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Stolen vehicles

My car has been stolen. What should I do?

Call in to your local police station or phone your force switchboard.
DO NOT CALL 999 to report your car stolen unless the crime has just been committed, for example, if you see the thieves driving your vehicle away.

Will the police attend?

In cases where the offence may have been committed several hours ago and the offender has left the scene, it is unlikely we will attend because this would not be a good use
of police officers’ time. Instead, we will take full details over the phone and pass these to patrolling officers. Details will also be placed on the Police National Computer
for circulation nationwide.

What will happen if the police find my vehicle?

It will be removed to a secure garage for safe keeping. This will reduce the chances of it being stolen again or targeted by vandals, which often happens to abandoned vehicles.

Our forensic teams will take the opportunity to examine it as quickly as possible – usually within hours – to identify the thieves responsible, as catching these people is a
high priority for us.

You should be aware there will be a fee to pay to the garage before you can have your car back. This is a statutory fee which you can claim back from your insurance company.
The money is kept by the garage to offset the costs of removing your vehicle.

What if I cannot afford to pay the release fee? What will happen to my vehicle?

As the fee is laid down by statute it should be paid. However, in cases of severe hardship some owners may be able to apply for a refund. The address to write to is: Police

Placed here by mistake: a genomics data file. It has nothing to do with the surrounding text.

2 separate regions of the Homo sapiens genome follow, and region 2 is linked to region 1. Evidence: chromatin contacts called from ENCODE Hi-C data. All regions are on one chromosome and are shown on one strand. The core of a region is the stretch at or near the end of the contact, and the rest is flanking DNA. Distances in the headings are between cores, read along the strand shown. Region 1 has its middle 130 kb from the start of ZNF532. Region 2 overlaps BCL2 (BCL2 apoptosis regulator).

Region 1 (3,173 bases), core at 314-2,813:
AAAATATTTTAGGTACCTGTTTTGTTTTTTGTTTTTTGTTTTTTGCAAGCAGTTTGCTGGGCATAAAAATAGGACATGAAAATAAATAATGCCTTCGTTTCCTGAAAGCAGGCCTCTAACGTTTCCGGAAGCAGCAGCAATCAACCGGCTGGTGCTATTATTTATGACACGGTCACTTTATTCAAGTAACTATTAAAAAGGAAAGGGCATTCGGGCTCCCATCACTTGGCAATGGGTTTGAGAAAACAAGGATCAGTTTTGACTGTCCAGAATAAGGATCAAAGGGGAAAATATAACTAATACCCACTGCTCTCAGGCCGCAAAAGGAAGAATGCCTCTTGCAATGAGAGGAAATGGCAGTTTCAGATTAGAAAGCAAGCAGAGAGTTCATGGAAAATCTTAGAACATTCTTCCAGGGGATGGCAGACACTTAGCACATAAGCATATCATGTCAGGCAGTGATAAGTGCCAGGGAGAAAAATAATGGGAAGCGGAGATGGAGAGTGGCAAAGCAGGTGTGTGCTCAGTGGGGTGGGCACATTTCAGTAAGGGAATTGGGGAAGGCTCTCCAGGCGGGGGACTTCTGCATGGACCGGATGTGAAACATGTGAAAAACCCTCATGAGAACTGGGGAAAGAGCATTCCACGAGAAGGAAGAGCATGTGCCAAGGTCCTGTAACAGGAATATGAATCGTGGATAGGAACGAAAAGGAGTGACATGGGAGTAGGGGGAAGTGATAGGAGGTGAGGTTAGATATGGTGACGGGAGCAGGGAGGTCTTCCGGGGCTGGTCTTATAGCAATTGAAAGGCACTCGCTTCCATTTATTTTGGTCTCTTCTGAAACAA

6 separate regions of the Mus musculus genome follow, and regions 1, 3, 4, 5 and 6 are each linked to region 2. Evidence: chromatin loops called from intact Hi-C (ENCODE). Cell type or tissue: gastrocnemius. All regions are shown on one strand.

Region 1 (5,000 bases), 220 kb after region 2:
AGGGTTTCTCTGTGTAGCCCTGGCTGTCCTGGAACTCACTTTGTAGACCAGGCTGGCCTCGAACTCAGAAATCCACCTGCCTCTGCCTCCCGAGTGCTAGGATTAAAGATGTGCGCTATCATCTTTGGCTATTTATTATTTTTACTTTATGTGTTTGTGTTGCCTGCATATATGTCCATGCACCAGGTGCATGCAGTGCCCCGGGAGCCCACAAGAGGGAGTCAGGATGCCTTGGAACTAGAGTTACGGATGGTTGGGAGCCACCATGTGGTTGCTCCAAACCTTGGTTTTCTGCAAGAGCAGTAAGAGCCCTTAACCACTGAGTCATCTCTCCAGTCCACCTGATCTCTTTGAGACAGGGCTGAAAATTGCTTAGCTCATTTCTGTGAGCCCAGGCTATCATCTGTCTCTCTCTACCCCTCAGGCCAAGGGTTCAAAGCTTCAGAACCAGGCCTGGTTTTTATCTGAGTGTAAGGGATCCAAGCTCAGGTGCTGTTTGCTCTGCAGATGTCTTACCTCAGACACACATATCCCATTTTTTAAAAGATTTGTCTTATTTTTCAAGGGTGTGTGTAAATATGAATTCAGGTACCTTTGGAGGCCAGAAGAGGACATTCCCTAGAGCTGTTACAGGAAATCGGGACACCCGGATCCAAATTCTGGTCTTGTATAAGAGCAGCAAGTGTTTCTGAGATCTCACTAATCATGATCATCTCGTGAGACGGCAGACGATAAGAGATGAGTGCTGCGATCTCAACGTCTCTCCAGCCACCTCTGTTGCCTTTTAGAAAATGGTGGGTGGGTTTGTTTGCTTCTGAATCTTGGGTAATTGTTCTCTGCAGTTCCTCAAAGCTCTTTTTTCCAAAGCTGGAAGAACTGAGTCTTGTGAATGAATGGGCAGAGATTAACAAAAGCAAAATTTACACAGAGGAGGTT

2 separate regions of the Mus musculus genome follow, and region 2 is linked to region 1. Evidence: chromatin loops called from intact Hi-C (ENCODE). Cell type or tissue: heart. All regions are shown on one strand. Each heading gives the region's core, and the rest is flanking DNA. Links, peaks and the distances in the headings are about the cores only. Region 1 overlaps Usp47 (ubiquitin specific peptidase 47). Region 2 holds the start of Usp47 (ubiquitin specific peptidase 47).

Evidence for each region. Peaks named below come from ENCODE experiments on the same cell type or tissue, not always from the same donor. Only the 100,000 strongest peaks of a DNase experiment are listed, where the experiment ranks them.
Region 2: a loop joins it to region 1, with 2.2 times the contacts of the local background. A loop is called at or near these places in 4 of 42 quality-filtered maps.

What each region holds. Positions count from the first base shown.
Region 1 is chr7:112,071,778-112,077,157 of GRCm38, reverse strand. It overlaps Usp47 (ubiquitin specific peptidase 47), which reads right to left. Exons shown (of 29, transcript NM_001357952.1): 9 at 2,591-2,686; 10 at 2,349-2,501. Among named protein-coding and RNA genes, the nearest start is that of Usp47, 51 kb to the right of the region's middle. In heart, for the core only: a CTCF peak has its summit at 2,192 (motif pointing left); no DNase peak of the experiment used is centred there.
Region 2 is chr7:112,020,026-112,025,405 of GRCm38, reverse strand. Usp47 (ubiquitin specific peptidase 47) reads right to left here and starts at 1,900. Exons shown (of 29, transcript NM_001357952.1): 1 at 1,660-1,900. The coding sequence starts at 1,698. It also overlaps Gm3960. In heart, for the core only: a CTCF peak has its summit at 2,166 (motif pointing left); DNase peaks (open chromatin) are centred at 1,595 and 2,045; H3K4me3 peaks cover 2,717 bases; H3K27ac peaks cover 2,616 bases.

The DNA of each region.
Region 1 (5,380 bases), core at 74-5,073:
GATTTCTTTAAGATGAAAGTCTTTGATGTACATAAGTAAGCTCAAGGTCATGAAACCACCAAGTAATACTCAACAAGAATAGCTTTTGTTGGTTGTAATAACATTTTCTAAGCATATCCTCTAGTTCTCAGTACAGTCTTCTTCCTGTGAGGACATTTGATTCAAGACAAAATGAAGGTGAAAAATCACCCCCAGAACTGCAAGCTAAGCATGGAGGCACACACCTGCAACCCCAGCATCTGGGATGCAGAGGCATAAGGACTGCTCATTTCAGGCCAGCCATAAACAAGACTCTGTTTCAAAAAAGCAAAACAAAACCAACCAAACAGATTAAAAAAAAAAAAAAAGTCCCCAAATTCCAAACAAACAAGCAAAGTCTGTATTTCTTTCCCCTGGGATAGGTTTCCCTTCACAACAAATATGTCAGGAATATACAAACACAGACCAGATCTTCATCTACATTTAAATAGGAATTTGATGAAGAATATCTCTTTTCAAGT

Contracts Automobile Association Developments Ltd, Fanum House, Dog Kennel Lane, Halesowen, West Midlands B63 3BT. This is the address of the organisation which manages the removal
of vehicles on behalf of the police.

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Noisy neighbours

What can the police do about my noisy neighbours?

Normally, complaints of domestic noise, persistent alarms, dogs barking etc, are dealt with by the local environmental health officer, unless there are other circumstances which
warrant police attendance. If an element of anti-social behaviour is involved, we will of course become involved, and will work with other agencies to find a solution. For details
of your local Environmental Health Department, see the telephone directory.

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What are the restrictions on becoming a police officer?

To become a police officer you must:

  • be at least 18 1/2 years of age

  • have a high standard of physical fitness with good health and eyesight

  • be a British citizen, a Commonwealth citizen with no restrictions of stay, or a citizen of the Irish Republic

  • be of good character

  • have a reasonable standard of literacy, numeracy and memory skills

  • satisfy financial checks